Google CEO Larry Page (centre) with Nest co-founders Matt Rogers amd Tony Fadell (photo: technologyreview.com)

Google CEO Larry Page (centre) with Nest co-founders Matt Rogers amd Tony Fadell (photo: technologyreview.com)

Google and Nest have big plans for their partnership, the Wall Street Journal reports. The two companies plan to team up to offer a development platform around the Nest learning thermostat and Nest Protect smoke/CO detector in what appears to be the next step in Google’s connected home efforts following the Mountain View company’s $555 million acquisition of Dropcam a few days ago.

The system as it is currently said to exist allows users to issue voice commands to a smartphone to change settings on the Nest lineup or change a house’s temperature based on the owner’s proximity (so the air comes on when you’re almost home). However, the “Works with Nest” program will soon be expanded to support third-party remotes and appliances.

The plan takes Nest far beyond a simple device manufacturer, creating a foundation that could soon rival Apple’s upcoming HomeKit—even beating Apple to the punch in some cases. The Nest thermostat, however, will serve as the nerve center for the entire setup, monitoring input from various sources and adjusting appliance behavior as needed.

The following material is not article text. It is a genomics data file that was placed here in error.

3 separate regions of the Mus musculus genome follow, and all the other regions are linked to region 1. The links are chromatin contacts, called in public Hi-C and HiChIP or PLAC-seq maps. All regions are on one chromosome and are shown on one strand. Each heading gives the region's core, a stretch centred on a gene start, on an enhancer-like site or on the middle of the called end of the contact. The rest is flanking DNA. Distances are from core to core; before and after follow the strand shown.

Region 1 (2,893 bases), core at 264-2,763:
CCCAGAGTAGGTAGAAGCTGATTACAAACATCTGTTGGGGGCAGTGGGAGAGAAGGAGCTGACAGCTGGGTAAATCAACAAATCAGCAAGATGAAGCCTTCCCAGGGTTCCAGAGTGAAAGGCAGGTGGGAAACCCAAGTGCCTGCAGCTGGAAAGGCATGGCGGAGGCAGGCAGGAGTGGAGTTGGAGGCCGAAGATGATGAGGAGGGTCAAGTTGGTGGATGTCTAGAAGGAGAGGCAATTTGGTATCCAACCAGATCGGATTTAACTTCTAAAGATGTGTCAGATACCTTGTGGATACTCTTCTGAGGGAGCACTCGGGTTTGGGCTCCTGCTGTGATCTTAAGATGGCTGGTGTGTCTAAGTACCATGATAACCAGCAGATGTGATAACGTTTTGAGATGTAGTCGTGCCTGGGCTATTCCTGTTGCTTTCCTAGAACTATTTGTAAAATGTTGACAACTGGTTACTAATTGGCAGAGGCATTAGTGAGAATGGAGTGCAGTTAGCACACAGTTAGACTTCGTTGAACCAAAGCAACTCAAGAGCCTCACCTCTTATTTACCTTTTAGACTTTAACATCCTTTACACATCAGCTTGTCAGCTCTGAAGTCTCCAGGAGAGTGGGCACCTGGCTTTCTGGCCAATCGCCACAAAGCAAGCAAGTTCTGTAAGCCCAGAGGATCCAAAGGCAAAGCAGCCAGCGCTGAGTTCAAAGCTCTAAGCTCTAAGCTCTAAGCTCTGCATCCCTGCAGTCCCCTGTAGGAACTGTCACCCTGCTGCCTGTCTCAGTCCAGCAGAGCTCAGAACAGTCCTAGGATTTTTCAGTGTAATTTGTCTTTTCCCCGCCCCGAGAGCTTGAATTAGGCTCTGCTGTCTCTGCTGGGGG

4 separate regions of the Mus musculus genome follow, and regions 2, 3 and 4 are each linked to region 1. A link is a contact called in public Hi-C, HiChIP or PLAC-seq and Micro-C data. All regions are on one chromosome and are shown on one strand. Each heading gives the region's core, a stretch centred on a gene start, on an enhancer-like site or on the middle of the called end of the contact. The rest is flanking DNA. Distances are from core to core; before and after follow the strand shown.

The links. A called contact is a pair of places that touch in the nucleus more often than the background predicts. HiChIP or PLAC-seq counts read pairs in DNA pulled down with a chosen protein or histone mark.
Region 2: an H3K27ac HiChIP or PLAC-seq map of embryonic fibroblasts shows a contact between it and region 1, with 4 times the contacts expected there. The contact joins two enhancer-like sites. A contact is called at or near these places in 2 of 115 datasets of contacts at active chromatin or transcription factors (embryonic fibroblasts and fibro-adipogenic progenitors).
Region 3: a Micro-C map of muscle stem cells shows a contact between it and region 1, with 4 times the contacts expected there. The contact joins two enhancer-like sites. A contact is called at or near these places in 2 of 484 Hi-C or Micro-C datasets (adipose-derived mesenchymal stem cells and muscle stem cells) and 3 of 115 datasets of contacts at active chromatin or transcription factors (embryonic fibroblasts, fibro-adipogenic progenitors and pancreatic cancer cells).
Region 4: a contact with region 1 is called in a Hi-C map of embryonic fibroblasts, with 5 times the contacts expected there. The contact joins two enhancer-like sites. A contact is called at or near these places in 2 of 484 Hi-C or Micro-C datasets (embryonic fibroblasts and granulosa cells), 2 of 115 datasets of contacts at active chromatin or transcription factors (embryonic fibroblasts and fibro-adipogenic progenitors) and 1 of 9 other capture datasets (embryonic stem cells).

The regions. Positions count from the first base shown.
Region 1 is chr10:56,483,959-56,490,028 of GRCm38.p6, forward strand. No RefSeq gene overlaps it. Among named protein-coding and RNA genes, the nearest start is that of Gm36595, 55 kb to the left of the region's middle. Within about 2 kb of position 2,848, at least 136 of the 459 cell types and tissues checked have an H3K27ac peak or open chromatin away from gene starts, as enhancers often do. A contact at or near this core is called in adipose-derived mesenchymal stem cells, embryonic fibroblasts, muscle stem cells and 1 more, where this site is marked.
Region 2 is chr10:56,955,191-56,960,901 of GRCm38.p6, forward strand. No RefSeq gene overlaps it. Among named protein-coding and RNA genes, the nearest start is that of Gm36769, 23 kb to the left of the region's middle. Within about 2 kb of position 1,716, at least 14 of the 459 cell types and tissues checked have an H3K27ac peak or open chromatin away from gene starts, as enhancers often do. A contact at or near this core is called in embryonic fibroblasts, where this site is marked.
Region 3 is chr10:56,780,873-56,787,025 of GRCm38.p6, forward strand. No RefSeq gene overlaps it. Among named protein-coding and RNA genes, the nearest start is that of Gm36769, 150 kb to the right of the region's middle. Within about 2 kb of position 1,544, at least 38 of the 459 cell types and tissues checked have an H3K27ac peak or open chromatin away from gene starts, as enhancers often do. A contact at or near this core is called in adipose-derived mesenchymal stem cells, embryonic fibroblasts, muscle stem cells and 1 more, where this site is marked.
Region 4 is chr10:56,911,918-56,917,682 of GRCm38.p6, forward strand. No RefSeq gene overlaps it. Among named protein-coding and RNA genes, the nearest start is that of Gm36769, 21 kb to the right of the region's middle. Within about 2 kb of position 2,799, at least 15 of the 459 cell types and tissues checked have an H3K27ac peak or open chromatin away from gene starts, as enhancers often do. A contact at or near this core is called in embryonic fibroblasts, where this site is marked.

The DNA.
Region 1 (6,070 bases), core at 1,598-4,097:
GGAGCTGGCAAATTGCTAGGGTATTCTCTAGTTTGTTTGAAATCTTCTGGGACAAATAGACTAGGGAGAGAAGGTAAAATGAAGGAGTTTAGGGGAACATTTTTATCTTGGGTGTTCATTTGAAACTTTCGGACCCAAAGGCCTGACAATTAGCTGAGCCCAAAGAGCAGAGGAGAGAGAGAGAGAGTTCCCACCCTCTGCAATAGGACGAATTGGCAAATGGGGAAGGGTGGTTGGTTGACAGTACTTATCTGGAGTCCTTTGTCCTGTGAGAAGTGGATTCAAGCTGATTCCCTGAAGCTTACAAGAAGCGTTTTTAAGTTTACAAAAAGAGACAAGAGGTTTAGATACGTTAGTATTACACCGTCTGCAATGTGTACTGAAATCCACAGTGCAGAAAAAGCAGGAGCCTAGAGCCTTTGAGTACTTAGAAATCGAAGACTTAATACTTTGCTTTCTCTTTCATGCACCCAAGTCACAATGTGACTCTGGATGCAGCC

In one example noted by the Journal, Whirlpool’s new line of washers and dryers could be set to automatically switch to a configuration that helps keep clothes from wrinkling if the Nest detects that the user has left home while the laundry is running.

Of course, in order to accomplish all of this, Google and Nest will need to pass users’ data back and forth. Nest co-founder Tony Fadell has previously denied that any such plans were in place, though it could be argued that his vague phrasing left this door open.

A second article from the WSJ goes into more detail as to what this data sharing arrangement means. Nest’s Matt Rogers claxified that users will have to opt-in to share data between the two companies. Fadell reiterated today on Twitter that Nest is still a separate company with its own leadership structure, and Rogers says that the sharing between the two companies will be just “any other third party.”

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